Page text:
Pranab Mukherjee talks about new challenges before the Indian Economy

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New Delhi, Nov.3 (ANI): In his address to the Economic Editors Conference here on Tuesday, Finance Minister Pranab Mukherjee said that the country faced many challenges ahead during the coming months.

Disclosing his assessment of the impact and progress of some measures taken by the Government in the last few months, Pranab Mukherjee said on the domestic front, the impact of the sub-normal Southwest monsoon is yet to be felt, though it is likely that the Government may fare better than the initial estimates of the decline in food production and agriculture GDP.

"The recent information on the non-farm credit off-take continues to be an area of concern. No doubt that credit off take has been impacted to some extent by the vagaries of nature, but now an all out effort is being made to ensure that credit off take to the employment generating sectors, especially agriculture, and micro and small enterprises picks up. Banks have been asked to take advantage of upcoming busy season and enhance credit flows."

Pranab said to facilitate the financial inclusion, banks have been advised to rapidly scale up their efforts to reach banking to the inaccessible regions of the country through Banking Correspondents and other technological and IT measures.

"While there are good reasons to believe that the immediate policy response to the global slowdown through a deliberate fiscal expansion, may have been effective in moderating the decline in GDP growth, there are some concerns on the medium term prospects of the economy. Indeed, there is some anxiety about the sustainability of fiscal correction achieved since the institution of FRBM Act," said Pranab.

The Union Finance Minister said for the time being the fiscal stimulus needed to continue.

"For the present I maintain that the fiscal stimulus will have to continue, to allow its impact to fully run through the economy. It is, however, an imperative to come back to the path of fiscal prudence, as soon as the current economic circumstances permit us to do so. We cannot lose sight of the fact that much of our recent success in raising our growth trajectory has come about due to adherence to FRBM targets, both at the Central and State levels. Fiscal prudence is critical for maintaining a stable balance of payments, moderate interest rates and steady flow of external capital for corporate investment.

Pranab said: "We are on track to achieve the targets on fiscal consolidation indicated in my medium term fiscal policy statement. The fiscal deficit is expected to come down from 6.8 per cent of GDP in 2009-10 (BE) to 5.5 per cent in 2010-11 and further to 4.0 in 2011-12. Correspondingly, the revenue deficit is expected to decline from 4.8 per cent of GDP in 2009-10 to 1.5 per cent in 2011-12."

He said there are a number of factors that will make this possible: (a) the Sixth Pay Commission arrears would have been paid out in 2009-10 with no further liability on this account in 2010-11; (b) the increase in plan spending as a part of the implementation of the fiscal stimulus has been in the nature of front loading of the plan expenditure approved for the Eleventh Five Year Plan. With some effort we should be able to align it with our future requirements; (c) much of the decline in business and corporate tax collections is cyclical and will tend to be reversed with growth picking-up from the second half of the current year; and (d) the introduction of GST in 2010-11, which is also on track is expected to bring a sustained rise in indirect tax revenues.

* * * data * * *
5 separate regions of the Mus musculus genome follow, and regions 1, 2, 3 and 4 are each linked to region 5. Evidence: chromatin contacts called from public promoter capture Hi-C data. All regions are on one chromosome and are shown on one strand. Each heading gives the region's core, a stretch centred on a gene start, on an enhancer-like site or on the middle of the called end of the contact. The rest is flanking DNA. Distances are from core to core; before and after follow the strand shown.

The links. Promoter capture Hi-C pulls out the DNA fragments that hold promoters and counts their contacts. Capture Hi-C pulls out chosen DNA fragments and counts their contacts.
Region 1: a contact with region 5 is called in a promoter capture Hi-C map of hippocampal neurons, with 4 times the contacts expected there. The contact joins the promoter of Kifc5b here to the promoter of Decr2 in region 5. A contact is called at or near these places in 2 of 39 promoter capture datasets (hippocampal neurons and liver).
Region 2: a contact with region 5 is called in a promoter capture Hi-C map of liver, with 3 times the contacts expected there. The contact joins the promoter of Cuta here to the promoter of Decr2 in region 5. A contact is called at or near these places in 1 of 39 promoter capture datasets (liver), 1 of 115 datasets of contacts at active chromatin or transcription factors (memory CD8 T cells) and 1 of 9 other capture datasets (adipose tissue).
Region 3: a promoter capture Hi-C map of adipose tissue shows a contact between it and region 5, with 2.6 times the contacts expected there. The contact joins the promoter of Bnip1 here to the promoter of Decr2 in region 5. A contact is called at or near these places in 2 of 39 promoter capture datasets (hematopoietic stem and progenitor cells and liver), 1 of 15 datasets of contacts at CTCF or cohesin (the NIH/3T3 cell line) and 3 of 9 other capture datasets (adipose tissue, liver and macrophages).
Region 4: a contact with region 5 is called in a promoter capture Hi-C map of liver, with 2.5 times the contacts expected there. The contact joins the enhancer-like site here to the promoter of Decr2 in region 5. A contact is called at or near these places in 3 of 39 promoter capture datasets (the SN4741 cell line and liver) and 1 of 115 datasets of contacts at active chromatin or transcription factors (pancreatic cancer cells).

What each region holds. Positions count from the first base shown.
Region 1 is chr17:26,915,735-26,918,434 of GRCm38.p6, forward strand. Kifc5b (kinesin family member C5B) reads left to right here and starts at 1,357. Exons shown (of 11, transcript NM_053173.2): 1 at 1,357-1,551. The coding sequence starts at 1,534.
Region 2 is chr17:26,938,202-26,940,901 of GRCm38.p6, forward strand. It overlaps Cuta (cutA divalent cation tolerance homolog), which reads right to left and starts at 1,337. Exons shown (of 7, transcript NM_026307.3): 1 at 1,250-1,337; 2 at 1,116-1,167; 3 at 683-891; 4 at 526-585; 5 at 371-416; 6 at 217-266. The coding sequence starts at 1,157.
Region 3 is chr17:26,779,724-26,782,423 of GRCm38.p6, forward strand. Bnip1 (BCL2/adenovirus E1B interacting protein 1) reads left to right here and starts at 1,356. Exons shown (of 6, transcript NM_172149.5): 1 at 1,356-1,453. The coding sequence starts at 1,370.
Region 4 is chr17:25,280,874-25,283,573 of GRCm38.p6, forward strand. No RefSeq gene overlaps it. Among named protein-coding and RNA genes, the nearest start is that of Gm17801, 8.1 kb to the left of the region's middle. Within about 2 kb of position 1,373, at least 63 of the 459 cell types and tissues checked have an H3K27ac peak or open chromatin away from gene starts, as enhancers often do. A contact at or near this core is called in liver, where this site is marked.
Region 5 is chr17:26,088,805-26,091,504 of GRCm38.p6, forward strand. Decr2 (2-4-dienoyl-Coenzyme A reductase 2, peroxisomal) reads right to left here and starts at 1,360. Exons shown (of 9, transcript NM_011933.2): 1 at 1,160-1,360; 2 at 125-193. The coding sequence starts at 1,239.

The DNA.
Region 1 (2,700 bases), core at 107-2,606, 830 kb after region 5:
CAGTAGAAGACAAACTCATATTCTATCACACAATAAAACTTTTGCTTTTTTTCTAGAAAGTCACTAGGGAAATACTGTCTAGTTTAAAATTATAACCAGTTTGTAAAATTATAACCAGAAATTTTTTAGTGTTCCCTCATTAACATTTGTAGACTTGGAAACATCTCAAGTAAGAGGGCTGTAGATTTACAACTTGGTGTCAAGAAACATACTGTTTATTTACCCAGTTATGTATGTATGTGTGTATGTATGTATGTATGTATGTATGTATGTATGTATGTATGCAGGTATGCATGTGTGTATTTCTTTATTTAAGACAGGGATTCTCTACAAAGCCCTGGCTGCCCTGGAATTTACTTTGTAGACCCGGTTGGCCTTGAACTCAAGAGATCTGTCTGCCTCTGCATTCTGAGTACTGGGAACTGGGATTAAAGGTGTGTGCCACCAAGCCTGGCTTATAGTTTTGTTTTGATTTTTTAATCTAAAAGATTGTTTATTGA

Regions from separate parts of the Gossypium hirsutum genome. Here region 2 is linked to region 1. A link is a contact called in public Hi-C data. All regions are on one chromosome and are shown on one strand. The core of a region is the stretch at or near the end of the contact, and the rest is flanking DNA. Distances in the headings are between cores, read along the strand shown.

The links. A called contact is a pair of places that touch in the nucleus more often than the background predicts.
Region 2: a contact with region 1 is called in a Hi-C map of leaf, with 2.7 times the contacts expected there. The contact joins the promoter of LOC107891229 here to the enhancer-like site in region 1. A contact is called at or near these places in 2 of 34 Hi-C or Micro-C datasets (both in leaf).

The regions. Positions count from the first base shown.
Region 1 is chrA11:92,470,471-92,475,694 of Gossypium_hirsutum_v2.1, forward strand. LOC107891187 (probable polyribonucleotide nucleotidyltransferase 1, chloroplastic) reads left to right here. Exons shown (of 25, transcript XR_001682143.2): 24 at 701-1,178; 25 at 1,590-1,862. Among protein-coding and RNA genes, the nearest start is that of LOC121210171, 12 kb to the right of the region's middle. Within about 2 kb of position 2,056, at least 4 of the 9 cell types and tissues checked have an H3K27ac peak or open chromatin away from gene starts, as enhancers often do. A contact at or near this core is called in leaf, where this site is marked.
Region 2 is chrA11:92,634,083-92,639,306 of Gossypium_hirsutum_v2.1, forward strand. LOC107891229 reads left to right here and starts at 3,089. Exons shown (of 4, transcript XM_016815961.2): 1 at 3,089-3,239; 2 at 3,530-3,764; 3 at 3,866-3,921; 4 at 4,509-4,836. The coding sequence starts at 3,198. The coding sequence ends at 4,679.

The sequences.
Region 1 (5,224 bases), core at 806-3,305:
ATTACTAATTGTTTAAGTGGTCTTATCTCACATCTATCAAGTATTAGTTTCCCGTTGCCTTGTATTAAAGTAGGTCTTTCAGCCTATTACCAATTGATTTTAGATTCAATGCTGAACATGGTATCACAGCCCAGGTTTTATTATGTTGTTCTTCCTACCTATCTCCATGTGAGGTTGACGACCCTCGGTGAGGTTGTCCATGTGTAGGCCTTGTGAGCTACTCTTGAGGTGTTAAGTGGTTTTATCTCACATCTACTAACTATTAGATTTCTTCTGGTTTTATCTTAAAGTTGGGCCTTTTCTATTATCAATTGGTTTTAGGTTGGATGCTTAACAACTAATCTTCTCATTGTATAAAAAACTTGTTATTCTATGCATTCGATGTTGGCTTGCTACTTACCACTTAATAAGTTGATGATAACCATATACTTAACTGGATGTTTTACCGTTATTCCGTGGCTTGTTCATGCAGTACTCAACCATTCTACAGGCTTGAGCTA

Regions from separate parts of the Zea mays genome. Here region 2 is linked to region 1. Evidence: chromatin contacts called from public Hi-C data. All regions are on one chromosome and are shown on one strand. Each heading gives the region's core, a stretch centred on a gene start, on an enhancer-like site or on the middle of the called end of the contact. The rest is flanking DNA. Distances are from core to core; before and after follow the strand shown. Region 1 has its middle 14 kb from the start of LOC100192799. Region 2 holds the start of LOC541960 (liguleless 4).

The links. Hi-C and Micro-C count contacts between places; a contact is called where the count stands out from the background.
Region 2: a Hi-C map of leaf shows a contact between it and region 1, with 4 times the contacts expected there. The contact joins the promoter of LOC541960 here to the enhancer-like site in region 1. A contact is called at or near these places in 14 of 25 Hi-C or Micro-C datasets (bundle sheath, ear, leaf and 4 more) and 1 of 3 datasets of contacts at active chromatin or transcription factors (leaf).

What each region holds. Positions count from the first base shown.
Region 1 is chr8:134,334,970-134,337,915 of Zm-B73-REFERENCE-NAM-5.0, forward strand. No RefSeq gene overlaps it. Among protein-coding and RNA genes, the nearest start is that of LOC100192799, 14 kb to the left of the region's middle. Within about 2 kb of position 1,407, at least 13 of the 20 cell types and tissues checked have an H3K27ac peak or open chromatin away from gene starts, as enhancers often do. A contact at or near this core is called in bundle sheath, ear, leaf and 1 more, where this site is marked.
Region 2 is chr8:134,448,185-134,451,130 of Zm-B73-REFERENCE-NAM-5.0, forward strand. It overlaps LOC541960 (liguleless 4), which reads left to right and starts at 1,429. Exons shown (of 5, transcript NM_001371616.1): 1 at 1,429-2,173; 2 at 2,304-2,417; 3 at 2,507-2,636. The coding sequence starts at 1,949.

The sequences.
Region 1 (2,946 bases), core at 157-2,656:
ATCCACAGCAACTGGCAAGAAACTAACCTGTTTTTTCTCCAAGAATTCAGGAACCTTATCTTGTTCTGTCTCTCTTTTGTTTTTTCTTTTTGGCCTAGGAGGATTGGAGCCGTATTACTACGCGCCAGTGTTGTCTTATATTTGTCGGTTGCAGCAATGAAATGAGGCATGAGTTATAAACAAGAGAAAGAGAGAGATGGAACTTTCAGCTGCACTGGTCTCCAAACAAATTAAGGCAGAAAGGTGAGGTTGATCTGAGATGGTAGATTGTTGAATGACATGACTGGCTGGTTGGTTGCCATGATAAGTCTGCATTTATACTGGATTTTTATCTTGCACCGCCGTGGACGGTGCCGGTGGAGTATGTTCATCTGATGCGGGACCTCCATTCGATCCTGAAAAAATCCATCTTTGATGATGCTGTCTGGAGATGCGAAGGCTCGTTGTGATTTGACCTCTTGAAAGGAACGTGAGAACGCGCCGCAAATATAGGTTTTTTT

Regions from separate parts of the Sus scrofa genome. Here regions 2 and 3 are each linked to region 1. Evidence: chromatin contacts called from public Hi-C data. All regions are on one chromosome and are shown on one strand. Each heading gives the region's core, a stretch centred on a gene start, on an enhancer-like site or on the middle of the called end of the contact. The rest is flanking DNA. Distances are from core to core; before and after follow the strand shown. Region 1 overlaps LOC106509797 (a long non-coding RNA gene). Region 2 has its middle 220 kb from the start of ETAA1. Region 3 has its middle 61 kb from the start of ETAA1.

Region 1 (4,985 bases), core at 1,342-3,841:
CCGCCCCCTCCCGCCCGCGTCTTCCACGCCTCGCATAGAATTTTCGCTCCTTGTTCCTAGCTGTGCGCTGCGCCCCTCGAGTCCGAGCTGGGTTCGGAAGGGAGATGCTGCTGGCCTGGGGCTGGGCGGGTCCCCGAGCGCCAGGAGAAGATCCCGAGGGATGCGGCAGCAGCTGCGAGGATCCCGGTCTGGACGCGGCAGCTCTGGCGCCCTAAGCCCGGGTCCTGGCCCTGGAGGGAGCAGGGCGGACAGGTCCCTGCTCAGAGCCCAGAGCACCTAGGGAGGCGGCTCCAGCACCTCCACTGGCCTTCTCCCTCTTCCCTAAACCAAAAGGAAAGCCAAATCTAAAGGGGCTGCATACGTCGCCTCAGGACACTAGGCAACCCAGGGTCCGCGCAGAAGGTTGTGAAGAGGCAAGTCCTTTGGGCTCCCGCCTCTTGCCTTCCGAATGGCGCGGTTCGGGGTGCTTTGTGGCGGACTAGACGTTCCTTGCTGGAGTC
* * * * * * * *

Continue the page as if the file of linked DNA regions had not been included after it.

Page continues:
On Debt management, Pranab said serious concerns were voiced on the implications of the Government's borrowing programme, to fund the increased fiscal deficit in 2009-2010, on the cost and the availability of funds for private investment. He said he had clarified that these concerns were misplaced.

"Notwithstanding the increased borrowings in the current year over the last fiscal, the cost of borrowing has been significantly lower so far. Moreover, the government borrowings have been largely front loaded with nearly two-thirds of the borrowing requirement have been completed by end of September 2009, before the anticipated pickup in private credit demand. The RBI has taken several steps to improve liquidity in the market for supporting the public borrowings."

On Disinvestment, Pranab said: "We have made considerable progress in the last three months. In the recently concluded public offering of NHPC and OIL, it has been observed that the market capitalization of these companies, post-listing, has increased from Rs.18,280 crore and Rs.9,844 crore to Rs.37,702 crore and Rs.27,220 crore respectively, an increase of 106% and 177%."

"The market capitalization of residual share holding of Government has increased by 78% in NHPC and 121% in OIL, after accounting for the disinvestment of 5% equity of NHPC and 10% in OIL. Few other public sector undertakings have been identified for sale of small portions of Government shareholding in the domestic market and for issue of fresh equities to meet their fund requirements, if required. This is in keeping with the stated policy that Government equity should not fall below 51 per cent and it retains the management control of the company," Pranab said. (ANI)

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